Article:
Cancer Falls Overall in US, But HPV Cancers Increase

Zosia Chustecka

January 08, 2013

Overall cancer death rates continue to fall in the United States, according to the Annual Report to the Nation on the Status of Cancer, which was published online January 7 in the Journal of the National Cancer Institute.

Incidence rates for many different cancer types are also falling.

The report highlights cancers associated with human papillomavirus (HPV), and the potential for prevention by HPV vaccination. It was coauthored by researchers from the American Cancer Society, the Centers for Disease Control and Prevention (CDC), the National Cancer Institute, and the North American Association of Central Cancer Registries.

From 2000 to 2009, overall deaths rates from cancer fell, in both men and women, for all major racial and ethnic groups and for all of the most common cancer sites, including lung, colon and rectum, female breast, and prostate.

The downward trend started in the early 1990, the report notes. From 2000 to 2009, overall cancer death rates decreased by 1.8% per year in men and by 1.4% per year in women.

However, deaths rates increased for certain other cancers, including liver, pancreas, and uterus. In men only, they also increased for melanoma.

During the same period, the rates of overall cancer incidence decreased in men and remained stable in women, the report notes.

A feature section in the report highlights the fact that incidence rates are increasing for oropharyngeal and anal cancers associated with HPV, whereas coverage levels with HPV vaccination remain low. These HPV findings will be reported by Medscape Medical News in a separate article.

Reason to Cheer, But More Work Needed

The continuing drop in cancer mortality over the past 2 decades is reason to cheer. Dr. John Seffrin

"The continuing drop in cancer mortality over the past 2 decades is reason to cheer," said John Seffrin, PhD, chief executive officer of the American Cancer Society.

However, he emphasized the need for more work, as did several other experts. All of them highlighted HPV vaccination as a way of preventing cancer.

"The challenge we now face is how to continue these gains in the face of new obstacles, like obesity and HPV infections," Dr. Seffrin said in a statement. "We must face these hurdles head on, without distraction and without delay, by expanding access to proven strategies to prevent and control cancer," he added.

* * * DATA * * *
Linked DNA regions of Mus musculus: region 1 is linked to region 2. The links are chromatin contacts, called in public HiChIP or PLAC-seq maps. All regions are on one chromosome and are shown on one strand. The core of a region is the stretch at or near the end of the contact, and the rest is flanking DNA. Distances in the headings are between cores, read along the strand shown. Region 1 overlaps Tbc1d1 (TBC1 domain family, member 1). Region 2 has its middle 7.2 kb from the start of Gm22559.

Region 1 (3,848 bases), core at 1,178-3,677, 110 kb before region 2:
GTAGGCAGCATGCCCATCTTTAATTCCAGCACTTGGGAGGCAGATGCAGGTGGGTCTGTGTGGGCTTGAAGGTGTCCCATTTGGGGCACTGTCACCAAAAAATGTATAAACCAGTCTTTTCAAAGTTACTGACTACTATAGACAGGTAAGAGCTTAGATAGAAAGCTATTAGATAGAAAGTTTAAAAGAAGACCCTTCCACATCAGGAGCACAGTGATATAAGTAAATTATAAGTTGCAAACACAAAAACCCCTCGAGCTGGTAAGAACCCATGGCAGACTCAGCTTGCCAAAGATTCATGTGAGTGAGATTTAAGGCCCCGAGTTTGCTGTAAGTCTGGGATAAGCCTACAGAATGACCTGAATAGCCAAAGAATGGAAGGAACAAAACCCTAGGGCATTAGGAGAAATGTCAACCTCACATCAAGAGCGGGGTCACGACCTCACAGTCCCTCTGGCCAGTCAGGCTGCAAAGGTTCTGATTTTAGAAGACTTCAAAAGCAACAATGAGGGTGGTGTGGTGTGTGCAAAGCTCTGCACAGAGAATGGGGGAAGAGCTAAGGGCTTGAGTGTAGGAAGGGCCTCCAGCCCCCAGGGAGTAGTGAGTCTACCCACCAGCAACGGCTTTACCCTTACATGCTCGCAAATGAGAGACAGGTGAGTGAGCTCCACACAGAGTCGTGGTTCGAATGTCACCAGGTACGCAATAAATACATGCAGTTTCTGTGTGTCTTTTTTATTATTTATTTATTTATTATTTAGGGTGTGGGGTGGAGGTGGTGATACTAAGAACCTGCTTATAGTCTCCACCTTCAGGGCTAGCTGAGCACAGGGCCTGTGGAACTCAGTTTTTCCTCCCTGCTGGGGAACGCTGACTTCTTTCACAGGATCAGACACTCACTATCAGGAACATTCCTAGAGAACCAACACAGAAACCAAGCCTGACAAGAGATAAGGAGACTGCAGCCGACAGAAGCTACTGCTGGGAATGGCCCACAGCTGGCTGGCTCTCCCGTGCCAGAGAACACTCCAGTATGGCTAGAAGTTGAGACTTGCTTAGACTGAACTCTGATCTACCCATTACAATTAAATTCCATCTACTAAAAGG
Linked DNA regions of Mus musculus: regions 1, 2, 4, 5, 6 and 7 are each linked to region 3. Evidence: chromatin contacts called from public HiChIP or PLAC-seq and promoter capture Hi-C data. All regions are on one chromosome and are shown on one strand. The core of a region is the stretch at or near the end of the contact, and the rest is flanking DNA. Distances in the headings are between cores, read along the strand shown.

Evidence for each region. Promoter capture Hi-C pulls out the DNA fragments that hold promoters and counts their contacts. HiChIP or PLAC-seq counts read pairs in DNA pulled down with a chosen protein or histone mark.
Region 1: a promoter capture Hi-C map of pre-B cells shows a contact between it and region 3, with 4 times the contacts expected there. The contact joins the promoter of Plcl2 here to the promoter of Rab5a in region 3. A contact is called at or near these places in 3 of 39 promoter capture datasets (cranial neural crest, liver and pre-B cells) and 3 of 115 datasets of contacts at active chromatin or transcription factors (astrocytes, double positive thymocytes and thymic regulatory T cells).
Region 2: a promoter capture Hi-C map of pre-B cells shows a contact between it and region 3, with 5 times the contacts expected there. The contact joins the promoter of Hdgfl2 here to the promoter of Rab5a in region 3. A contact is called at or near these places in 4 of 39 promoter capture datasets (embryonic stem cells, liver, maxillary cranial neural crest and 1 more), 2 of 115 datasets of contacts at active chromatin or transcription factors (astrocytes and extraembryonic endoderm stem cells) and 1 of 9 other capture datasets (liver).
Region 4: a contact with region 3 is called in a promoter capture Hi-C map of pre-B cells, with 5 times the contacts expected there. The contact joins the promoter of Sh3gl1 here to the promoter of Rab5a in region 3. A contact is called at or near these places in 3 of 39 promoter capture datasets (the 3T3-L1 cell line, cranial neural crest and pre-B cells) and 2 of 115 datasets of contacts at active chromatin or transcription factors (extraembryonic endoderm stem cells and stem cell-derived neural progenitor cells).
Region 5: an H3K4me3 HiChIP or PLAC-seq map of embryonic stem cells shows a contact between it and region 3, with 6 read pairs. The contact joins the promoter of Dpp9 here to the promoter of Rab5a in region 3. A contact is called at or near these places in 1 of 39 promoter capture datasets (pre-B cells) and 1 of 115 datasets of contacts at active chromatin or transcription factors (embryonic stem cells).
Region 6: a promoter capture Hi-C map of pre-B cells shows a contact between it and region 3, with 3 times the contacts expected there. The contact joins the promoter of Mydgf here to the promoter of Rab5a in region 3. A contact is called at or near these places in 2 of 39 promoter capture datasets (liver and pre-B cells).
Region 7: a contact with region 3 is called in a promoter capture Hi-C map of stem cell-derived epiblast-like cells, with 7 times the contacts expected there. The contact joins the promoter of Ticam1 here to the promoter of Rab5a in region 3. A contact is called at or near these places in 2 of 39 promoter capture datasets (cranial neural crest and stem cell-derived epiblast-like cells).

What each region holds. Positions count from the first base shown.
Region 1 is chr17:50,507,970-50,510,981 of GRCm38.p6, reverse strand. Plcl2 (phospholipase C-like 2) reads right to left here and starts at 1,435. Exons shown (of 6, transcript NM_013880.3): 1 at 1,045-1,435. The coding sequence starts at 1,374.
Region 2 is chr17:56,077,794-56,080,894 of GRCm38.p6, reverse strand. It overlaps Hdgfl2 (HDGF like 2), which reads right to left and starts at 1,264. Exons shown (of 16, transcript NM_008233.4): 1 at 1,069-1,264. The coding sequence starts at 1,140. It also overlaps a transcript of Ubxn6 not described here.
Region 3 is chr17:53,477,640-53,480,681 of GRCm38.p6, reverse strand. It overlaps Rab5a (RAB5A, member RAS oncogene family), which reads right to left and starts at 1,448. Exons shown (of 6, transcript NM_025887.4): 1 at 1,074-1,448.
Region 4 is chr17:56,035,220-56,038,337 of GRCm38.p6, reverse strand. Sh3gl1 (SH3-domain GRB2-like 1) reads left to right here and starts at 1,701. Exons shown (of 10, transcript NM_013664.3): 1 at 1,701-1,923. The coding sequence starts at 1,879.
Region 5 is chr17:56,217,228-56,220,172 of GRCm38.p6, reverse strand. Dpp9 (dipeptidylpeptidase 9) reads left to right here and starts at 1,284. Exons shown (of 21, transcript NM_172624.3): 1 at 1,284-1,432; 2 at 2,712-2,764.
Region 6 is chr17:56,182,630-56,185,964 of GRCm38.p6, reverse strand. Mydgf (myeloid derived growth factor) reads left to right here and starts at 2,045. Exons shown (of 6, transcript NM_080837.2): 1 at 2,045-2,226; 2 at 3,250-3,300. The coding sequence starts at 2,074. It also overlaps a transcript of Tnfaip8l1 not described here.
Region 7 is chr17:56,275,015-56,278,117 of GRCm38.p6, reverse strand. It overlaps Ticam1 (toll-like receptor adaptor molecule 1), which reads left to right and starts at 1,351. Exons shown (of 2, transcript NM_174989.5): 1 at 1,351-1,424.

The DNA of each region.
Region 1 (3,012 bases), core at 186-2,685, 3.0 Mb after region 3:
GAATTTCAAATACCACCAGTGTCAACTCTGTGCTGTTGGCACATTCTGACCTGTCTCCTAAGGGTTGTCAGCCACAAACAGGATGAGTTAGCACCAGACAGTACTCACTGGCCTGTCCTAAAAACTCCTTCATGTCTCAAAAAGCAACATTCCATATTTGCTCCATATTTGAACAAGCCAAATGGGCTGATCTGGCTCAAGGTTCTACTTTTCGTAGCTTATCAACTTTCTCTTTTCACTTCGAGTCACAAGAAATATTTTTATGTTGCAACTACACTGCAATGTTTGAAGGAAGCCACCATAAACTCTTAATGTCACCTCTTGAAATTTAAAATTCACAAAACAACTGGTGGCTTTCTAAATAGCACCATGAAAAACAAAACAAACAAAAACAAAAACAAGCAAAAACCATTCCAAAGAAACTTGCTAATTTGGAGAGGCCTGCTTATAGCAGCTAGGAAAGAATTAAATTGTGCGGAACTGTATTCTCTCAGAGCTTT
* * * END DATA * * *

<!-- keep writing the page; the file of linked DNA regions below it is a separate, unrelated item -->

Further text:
"We still have much work to do, particularly when it comes to preventing cancer," explained Thomas Frieden MD, director of the CDC.

Edward Benz Jr, MD, president of the Dana-Farber Cancer Institute in Boston, Massachusetts, said the report is "encouraging," but added that the rates of deaths and incidence need to fall even more.

"Cancer rates are declining, continuing a trend that started some years ago," Dr. Benz said in a statement. "People are surviving more and we are getting better at preventing some cancers."

"But we're not taking advantage of all the ways to detect cancers at an early stage, when they can be the most curable," he added. He highlighted HPV vaccination as a prevention strategy that could have a big impact on incidence and death rates. "Many of the things that are still a problem in these statistics can be changed," he explained.

Many Cancer Types Falling, But Not All

The death and incidence rates fell for many cancer types from 2000 to 2009, but not all types.

For men, deaths rates from cancer decreased for 10 of the 17 most common cancers: lung, prostate, colon and rectum, leukemia, non-Hodgkin's lymphoma, kidney, stomach, melanoma, oral cavity and pharynx, and larynx. However, deaths rates increased for melanoma of the skin and for pancreatic and liver cancers.

During the same period, the incidence rates decreased for 5 of the most common cancers in men: prostate, lung, colon and rectum, stomach, and larynx. However, incidence rates increased for 6 others: kidney, pancreas, liver, thyroid, melanoma of the skin, and myeloma.

For women, death rates decreased for 15 of 18 of the most common cancers in women: lung, breast, colon and rectum, ovary, leukemia, non-Hodgkin's lymphoma, brain and other nervous system cancers, myeloma, kidney, stomach, cervix, bladder, esophagus, oral cavity and pharynx, and gall bladder. However, death rates increased for cancers of the pancreas, liver, and uterus.

At the same time, incidence rates in women decreased for 7 common cancers: lung, colon and rectum, bladder, cervix, oral cavity and pharynx, ovary, and stomach. They increased for 7 others: thyroid, melanoma of the skin, kidney, pancreas, leukemia, liver, and uterus.

Incidence rates were stable for several common cancers, including breast cancer in women and non-Hodgkin's lymphoma in both men and women, the report notes.

J Natl Cancer Inst. Published online January 7, 2013. Abstract